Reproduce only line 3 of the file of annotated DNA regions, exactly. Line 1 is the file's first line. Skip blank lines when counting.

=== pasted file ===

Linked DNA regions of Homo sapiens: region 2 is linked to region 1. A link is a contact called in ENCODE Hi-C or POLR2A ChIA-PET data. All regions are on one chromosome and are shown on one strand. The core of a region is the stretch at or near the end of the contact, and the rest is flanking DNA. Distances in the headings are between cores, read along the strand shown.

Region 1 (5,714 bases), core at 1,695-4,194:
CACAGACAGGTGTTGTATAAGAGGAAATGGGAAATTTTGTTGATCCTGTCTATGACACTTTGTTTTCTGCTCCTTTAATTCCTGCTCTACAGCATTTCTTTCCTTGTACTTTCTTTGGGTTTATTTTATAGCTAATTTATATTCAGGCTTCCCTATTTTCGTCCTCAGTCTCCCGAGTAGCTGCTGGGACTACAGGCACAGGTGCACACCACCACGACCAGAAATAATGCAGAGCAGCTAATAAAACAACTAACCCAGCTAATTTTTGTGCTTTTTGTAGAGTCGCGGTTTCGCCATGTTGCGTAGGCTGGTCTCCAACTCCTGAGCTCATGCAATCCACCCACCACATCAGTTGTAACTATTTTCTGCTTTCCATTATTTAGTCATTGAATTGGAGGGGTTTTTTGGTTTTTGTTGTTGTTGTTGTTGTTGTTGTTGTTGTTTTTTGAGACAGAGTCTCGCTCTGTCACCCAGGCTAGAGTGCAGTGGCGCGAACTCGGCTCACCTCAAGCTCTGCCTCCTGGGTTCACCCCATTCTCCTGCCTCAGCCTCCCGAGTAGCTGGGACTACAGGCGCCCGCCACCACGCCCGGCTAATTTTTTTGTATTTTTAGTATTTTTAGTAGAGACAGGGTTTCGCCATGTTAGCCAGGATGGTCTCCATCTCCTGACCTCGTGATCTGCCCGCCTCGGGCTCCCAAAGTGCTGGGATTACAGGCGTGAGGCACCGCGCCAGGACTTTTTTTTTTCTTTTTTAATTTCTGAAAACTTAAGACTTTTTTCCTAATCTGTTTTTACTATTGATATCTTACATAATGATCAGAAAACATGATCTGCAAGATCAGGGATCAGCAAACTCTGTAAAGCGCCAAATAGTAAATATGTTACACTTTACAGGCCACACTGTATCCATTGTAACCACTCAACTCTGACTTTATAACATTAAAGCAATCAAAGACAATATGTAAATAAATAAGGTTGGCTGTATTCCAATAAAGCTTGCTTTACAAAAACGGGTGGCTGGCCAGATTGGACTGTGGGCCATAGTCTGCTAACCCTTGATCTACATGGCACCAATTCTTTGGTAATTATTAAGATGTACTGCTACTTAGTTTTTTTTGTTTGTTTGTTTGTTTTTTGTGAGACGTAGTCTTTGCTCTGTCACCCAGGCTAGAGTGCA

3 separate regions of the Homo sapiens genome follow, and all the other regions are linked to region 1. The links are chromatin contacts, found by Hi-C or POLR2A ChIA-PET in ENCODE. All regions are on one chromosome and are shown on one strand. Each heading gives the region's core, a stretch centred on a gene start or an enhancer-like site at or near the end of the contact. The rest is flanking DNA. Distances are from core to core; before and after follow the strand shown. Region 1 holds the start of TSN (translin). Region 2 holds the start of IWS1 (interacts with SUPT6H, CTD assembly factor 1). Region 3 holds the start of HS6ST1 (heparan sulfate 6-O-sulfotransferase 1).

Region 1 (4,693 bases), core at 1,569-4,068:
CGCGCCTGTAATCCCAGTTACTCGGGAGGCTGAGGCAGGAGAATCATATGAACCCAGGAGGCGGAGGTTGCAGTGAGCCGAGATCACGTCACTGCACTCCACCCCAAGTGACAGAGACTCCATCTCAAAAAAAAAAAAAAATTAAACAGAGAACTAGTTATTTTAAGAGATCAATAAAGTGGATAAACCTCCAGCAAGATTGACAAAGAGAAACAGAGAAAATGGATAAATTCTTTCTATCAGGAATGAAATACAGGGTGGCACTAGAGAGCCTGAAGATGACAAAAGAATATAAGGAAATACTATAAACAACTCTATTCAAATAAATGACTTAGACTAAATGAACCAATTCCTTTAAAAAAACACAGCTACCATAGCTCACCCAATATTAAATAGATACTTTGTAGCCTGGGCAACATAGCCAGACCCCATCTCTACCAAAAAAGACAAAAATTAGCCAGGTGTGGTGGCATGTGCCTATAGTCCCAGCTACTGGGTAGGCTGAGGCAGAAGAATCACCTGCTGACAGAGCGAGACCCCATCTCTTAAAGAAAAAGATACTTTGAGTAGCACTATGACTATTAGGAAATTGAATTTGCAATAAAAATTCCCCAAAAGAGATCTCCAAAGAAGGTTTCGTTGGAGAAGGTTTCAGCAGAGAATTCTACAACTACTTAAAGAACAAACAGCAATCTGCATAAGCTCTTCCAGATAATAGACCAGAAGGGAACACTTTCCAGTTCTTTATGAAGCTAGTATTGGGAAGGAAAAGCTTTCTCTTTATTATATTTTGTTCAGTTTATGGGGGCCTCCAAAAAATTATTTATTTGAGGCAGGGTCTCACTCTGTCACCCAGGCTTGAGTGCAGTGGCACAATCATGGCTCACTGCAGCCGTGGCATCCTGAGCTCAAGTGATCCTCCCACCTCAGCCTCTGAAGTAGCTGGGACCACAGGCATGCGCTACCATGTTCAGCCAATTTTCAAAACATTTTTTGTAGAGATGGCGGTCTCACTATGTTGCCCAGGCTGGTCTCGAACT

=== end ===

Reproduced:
CACAGACAGGTGTTGTATAAGAGGAAATGGGAAATTTTGTTGATCCTGTCTATGACACTTTGTTTTCTGCTCCTTTAATTCCTGCTCTACAGCATTTCTTTCCTTGTACTTTCTTTGGGTTTATTTTATAGCTAATTTATATTCAGGCTTCCCTATTTTCGTCCTCAGTCTCCCGAGTAGCTGCTGGGACTACAGGCACAGGTGCACACCACCACGACCAGAAATAATGCAGAGCAGCTAATAAAACAACTAACCCAGCTAATTTTTGTGCTTTTTGTAGAGTCGCGGTTTCGCCATGTTGCGTAGGCTGGTCTCCAACTCCTGAGCTCATGCAATCCACCCACCACATCAGTTGTAACTATTTTCTGCTTTCCATTATTTAGTCATTGAATTGGAGGGGTTTTTTGGTTTTTGTTGTTGTTGTTGTTGTTGTTGTTGTTGTTTTTTGAGACAGAGTCTCGCTCTGTCACCCAGGCTAGAGTGCAGTGGCGCGAACTCGGCTCACCTCAAGCTCTGCCTCCTGGGTTCACCCCATTCTCCTGCCTCAGCCTCCCGAGTAGCTGGGACTACAGGCGCCCGCCACCACGCCCGGCTAATTTTTTTGTATTTTTAGTATTTTTAGTAGAGACAGGGTTTCGCCATGTTAGCCAGGATGGTCTCCATCTCCTGACCTCGTGATCTGCCCGCCTCGGGCTCCCAAAGTGCTGGGATTACAGGCGTGAGGCACCGCGCCAGGACTTTTTTTTTTCTTTTTTAATTTCTGAAAACTTAAGACTTTTTTCCTAATCTGTTTTTACTATTGATATCTTACATAATGATCAGAAAACATGATCTGCAAGATCAGGGATCAGCAAACTCTGTAAAGCGCCAAATAGTAAATATGTTACACTTTACAGGCCACACTGTATCCATTGTAACCACTCAACTCTGACTTTATAACATTAAAGCAATCAAAGACAATATGTAAATAAATAAGGTTGGCTGTATTCCAATAAAGCTTGCTTTACAAAAACGGGTGGCTGGCCAGATTGGACTGTGGGCCATAGTCTGCTAACCCTTGATCTACATGGCACCAATTCTTTGGTAATTATTAAGATGTACTGCTACTTAGTTTTTTTTGTTTGTTTGTTTGTTTTTTGTGAGACGTAGTCTTTGCTCTGTCACCCAGGCTAGAGTGCA